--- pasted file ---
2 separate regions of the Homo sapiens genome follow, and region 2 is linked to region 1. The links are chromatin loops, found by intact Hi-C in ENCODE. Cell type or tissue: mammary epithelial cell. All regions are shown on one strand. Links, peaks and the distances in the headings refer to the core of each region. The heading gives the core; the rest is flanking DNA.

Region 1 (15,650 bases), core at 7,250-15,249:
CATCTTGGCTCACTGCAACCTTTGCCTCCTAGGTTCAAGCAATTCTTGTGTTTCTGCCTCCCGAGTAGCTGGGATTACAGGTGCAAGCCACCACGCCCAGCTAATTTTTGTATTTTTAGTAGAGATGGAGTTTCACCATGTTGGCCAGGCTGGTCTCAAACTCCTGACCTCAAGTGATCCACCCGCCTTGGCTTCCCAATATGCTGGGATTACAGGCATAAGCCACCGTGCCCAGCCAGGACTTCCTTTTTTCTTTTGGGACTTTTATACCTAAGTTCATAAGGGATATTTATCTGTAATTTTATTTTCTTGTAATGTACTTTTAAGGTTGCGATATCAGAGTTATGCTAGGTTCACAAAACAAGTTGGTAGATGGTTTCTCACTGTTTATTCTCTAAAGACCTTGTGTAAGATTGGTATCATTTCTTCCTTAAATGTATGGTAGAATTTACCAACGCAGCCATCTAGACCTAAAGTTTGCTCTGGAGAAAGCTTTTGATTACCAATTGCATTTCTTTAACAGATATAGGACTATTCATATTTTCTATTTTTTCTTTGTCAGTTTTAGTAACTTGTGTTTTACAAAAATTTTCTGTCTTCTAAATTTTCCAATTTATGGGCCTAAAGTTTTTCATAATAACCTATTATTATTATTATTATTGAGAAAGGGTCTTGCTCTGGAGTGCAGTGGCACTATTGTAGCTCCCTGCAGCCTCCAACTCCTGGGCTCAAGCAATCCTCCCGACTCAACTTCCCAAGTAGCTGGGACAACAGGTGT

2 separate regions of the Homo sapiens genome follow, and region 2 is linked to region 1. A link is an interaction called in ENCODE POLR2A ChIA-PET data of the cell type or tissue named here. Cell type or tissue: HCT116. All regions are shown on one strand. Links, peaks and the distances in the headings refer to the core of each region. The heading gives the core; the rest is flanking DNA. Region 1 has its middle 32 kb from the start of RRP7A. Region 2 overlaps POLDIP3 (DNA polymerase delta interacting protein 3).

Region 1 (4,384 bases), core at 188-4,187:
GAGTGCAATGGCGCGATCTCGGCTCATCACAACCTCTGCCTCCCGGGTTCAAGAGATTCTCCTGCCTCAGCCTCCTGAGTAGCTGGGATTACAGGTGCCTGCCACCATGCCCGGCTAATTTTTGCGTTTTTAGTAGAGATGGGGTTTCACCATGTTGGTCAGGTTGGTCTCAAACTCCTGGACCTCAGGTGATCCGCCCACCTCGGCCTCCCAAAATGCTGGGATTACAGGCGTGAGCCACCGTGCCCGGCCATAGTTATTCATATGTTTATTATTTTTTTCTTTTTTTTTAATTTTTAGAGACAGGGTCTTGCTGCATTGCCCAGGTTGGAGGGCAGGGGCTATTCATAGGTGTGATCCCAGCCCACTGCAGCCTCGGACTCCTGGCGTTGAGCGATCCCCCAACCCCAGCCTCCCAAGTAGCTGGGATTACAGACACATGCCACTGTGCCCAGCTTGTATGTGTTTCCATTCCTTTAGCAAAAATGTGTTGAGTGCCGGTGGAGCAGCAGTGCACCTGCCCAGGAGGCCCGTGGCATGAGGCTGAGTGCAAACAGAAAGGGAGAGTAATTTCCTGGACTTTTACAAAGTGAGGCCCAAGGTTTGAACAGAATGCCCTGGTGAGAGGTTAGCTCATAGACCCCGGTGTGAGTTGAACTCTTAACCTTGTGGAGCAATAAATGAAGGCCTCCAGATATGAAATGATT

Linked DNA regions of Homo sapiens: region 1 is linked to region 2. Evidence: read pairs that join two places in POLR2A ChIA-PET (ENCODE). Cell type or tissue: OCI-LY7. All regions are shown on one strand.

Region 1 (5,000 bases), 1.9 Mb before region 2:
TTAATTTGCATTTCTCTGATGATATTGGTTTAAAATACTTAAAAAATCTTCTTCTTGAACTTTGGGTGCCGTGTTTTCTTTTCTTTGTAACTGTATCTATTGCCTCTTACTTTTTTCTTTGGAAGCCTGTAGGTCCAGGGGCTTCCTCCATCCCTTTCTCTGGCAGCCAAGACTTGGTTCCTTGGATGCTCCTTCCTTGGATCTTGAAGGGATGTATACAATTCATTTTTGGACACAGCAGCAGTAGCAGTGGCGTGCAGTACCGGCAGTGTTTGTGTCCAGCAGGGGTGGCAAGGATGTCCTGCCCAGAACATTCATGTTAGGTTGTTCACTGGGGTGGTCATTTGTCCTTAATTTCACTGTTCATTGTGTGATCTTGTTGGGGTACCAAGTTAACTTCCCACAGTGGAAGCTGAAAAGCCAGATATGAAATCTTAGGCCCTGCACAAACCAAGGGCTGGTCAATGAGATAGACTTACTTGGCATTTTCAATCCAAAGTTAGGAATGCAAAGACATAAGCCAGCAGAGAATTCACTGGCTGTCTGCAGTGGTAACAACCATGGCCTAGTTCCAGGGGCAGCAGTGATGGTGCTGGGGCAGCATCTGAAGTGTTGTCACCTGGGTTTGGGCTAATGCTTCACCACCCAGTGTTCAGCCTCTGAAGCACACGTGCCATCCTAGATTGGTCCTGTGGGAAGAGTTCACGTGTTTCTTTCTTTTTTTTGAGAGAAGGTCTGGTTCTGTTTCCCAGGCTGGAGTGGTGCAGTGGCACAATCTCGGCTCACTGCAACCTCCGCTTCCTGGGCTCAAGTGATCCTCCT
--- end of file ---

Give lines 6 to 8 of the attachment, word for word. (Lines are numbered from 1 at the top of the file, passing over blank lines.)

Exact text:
GAGTGCAATGGCGCGATCTCGGCTCATCACAACCTCTGCCTCCCGGGTTCAAGAGATTCTCCTGCCTCAGCCTCCTGAGTAGCTGGGATTACAGGTGCCTGCCACCATGCCCGGCTAATTTTTGCGTTTTTAGTAGAGATGGGGTTTCACCATGTTGGTCAGGTTGGTCTCAAACTCCTGGACCTCAGGTGATCCGCCCACCTCGGCCTCCCAAAATGCTGGGATTACAGGCGTGAGCCACCGTGCCCGGCCATAGTTATTCATATGTTTATTATTTTTTTCTTTTTTTTTAATTTTTAGAGACAGGGTCTTGCTGCATTGCCCAGGTTGGAGGGCAGGGGCTATTCATAGGTGTGATCCCAGCCCACTGCAGCCTCGGACTCCTGGCGTTGAGCGATCCCCCAACCCCAGCCTCCCAAGTAGCTGGGATTACAGACACATGCCACTGTGCCCAGCTTGTATGTGTTTCCATTCCTTTAGCAAAAATGTGTTGAGTGCCGGTGGAGCAGCAGTGCACCTGCCCAGGAGGCCCGTGGCATGAGGCTGAGTGCAAACAGAAAGGGAGAGTAATTTCCTGGACTTTTACAAAGTGAGGCCCAAGGTTTGAACAGAATGCCCTGGTGAGAGGTTAGCTCATAGACCCCGGTGTGAGTTGAACTCTTAACCTTGTGGAGCAATAAATGAAGGCCTCCAGATATGAAATGATT

Linked DNA regions of Homo sapiens: region 1 is linked to region 2. Evidence: read pairs that join two places in POLR2A ChIA-PET (ENCODE). Cell type or tissue: OCI-LY7. All regions are shown on one strand.

Region 1 (5,000 bases), 1.9 Mb before region 2: